It’s budget time, and as always you’re being asked to shave 10% off last year’s spending without compromising IT services. On your desk is a request for a 10GB/day increase in your Splunk licence – and that’s the third one this year! You’ve seen Splunk being used around the place by lots of different teams, but is it really worth the ever-increasing licence cost?
It is extremely easy to get machine data into Splunk to make it accessible for searching – after all that’s one of its key selling points. And Splunk costs money, in the form of its GB/day of indexed data licensing model. The combination of these two factors can unfortunately lead to tense conversations with budget-holders, both when licence increases are requested and when annual maintenance invoices arrive, which boil down to “Are we getting sufficient value from our Splunk investment?”.
In this post I’d like to share a few ideas to help Splunk customers develop thriving Splunk environments where the focus is on realising ever-increasing business value from Splunk, rather than on constraining licence costs.
Take small bites of the tomato
“Rome wasn’t built in a day” and neither is a Splunk environment (although the initial deployment may well be done in a day!). Clearly define the pain point you are wanting to address, how you will address it, what new data sources, if any, Splunk will need, and how success will be measured. Develop the new app or dashboard, assess success and document. Rinse and repeat.
Understand the cost of doing nothing
Whether you are hoping to use Splunk to reduce your MTTR, or identify trends in customer behaviour for marketing campaigns, or automate compliance audits, you need to assign a cost to how things are done now. For example, how many high-severity incidents do we deal with each week, and how long on average do they take to resolve, and what is the cost to the business? How many person-hours does it take to complete annual security audits? Don’t get bogged down on the numbers (you can always fine tune those later) – focus instead on identifying all the different activities and resources that contribute to the overall cost.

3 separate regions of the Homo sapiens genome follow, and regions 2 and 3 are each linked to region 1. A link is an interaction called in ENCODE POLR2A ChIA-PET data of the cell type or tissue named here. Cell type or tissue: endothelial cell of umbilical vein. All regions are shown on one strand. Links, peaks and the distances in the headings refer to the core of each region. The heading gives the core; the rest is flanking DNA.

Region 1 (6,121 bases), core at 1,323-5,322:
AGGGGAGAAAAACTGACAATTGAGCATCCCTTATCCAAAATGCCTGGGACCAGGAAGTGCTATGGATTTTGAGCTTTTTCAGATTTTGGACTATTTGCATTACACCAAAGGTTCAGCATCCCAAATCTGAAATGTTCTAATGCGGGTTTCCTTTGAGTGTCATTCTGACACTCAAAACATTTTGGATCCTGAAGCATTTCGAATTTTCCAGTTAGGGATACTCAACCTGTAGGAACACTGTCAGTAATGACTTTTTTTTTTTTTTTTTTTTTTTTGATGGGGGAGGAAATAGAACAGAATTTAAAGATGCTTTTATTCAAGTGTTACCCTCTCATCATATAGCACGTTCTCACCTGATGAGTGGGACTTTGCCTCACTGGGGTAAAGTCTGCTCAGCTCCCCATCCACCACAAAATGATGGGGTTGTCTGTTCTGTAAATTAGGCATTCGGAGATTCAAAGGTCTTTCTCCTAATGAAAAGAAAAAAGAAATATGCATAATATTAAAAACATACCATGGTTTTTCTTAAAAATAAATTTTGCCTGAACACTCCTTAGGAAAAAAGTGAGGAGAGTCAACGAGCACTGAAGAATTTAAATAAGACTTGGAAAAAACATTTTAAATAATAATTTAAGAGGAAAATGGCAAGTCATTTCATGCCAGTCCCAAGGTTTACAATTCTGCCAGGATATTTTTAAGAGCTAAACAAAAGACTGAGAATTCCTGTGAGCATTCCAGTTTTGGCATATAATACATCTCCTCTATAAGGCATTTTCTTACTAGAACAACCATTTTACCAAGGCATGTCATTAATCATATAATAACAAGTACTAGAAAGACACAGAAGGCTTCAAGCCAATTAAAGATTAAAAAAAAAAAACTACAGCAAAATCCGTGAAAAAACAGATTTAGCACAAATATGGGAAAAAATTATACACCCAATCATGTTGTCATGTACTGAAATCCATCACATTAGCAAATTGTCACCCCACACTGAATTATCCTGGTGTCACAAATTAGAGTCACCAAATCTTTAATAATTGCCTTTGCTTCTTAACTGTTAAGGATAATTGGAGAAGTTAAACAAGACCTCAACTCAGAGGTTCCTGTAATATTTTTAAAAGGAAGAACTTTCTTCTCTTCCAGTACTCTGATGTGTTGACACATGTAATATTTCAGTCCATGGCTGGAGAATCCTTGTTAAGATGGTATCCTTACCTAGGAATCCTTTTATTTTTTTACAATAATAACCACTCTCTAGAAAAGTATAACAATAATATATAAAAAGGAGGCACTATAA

Celebrate (and track) your successes
After each planned Splunk development task is complete, measure the effect it has had on the target systems or processes. Confirm that the agreed success criteria have been met, and calculate the resulting benefit or cost reduction. Publish this info proudly on the company intranet, so that everyone can see the ongoing benefits being derived from Splunk (via a new Splunk dashboard perhaps?). And keep an eye on what your Splunk users are up to – if someone has created a private dashboard which saves them 4 hours per week then you want to know about it, and maybe share it with other users, delivering further value. The end result will be an up-to-date estimate of the value Splunk has delivered to the business since deployment, and hopefully an end to those awkward budget conversations.
Feed, water, fertilise and prune
Don’t let your Splunk environment grow stale. Have regular catch-ups with managers to talk about the challenges that are keeping them awake at night and how Splunk might help. Arrange Splunk user group sessions to discuss new features and best practices, and to share what people are up to with Splunk. Periodically review dashboard and index activity to ensure licence is being used effectively, and make use of the Splunk Chargeback Analysis app (available from Splunkbase) to track index usage and costs by team.
In a future post I will discuss the tools Splunk provide to assist with the creation of a business case for Splunk and with the subsequent tracking and maximising of value realised from a Splunk deployment, namely the Interactive Value Assessment and Data Source Assessment.
If you would like to sit down with one of our OSS-Group Splunk consultants to discuss how best to get your Splunk environment thriving please get in touch.